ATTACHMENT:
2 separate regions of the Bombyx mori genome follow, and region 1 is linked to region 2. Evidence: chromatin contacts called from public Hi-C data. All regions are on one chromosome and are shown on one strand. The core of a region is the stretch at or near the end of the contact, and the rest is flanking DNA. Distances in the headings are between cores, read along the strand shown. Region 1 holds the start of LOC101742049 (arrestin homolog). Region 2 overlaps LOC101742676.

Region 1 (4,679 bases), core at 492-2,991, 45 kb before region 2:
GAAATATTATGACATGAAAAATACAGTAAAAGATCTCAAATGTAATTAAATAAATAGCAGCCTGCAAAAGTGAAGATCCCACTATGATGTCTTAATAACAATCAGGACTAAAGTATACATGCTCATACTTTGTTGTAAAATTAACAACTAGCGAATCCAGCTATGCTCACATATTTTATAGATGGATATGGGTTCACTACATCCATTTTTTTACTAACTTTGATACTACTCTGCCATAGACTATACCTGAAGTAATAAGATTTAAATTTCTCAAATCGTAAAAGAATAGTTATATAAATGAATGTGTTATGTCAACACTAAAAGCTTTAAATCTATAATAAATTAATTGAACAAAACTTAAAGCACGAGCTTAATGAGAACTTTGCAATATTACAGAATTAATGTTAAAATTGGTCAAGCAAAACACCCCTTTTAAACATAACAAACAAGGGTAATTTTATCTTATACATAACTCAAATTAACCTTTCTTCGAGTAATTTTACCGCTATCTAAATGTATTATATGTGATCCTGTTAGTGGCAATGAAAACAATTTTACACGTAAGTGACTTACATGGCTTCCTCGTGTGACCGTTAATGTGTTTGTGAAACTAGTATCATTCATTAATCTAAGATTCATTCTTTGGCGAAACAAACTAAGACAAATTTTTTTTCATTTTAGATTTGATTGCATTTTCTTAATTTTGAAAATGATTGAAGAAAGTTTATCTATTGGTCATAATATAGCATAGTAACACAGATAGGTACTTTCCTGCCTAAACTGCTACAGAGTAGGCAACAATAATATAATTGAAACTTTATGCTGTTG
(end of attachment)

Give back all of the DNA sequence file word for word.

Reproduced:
2 separate regions of the Bombyx mori genome follow, and region 1 is linked to region 2. Evidence: chromatin contacts called from public Hi-C data. All regions are on one chromosome and are shown on one strand. The core of a region is the stretch at or near the end of the contact, and the rest is flanking DNA. Distances in the headings are between cores, read along the strand shown. Region 1 holds the start of LOC101742049 (arrestin homolog). Region 2 overlaps LOC101742676.

Region 1 (4,679 bases), core at 492-2,991, 45 kb before region 2:
GAAATATTATGACATGAAAAATACAGTAAAAGATCTCAAATGTAATTAAATAAATAGCAGCCTGCAAAAGTGAAGATCCCACTATGATGTCTTAATAACAATCAGGACTAAAGTATACATGCTCATACTTTGTTGTAAAATTAACAACTAGCGAATCCAGCTATGCTCACATATTTTATAGATGGATATGGGTTCACTACATCCATTTTTTTACTAACTTTGATACTACTCTGCCATAGACTATACCTGAAGTAATAAGATTTAAATTTCTCAAATCGTAAAAGAATAGTTATATAAATGAATGTGTTATGTCAACACTAAAAGCTTTAAATCTATAATAAATTAATTGAACAAAACTTAAAGCACGAGCTTAATGAGAACTTTGCAATATTACAGAATTAATGTTAAAATTGGTCAAGCAAAACACCCCTTTTAAACATAACAAACAAGGGTAATTTTATCTTATACATAACTCAAATTAACCTTTCTTCGAGTAATTTTACCGCTATCTAAATGTATTATATGTGATCCTGTTAGTGGCAATGAAAACAATTTTACACGTAAGTGACTTACATGGCTTCCTCGTGTGACCGTTAATGTGTTTGTGAAACTAGTATCATTCATTAATCTAAGATTCATTCTTTGGCGAAACAAACTAAGACAAATTTTTTTTCATTTTAGATTTGATTGCATTTTCTTAATTTTGAAAATGATTGAAGAAAGTTTATCTATTGGTCATAATATAGCATAGTAACACAGATAGGTACTTTCCTGCCTAAACTGCTACAGAGTAGGCAACAATAATATAATTGAAACTTTATGCTGTTG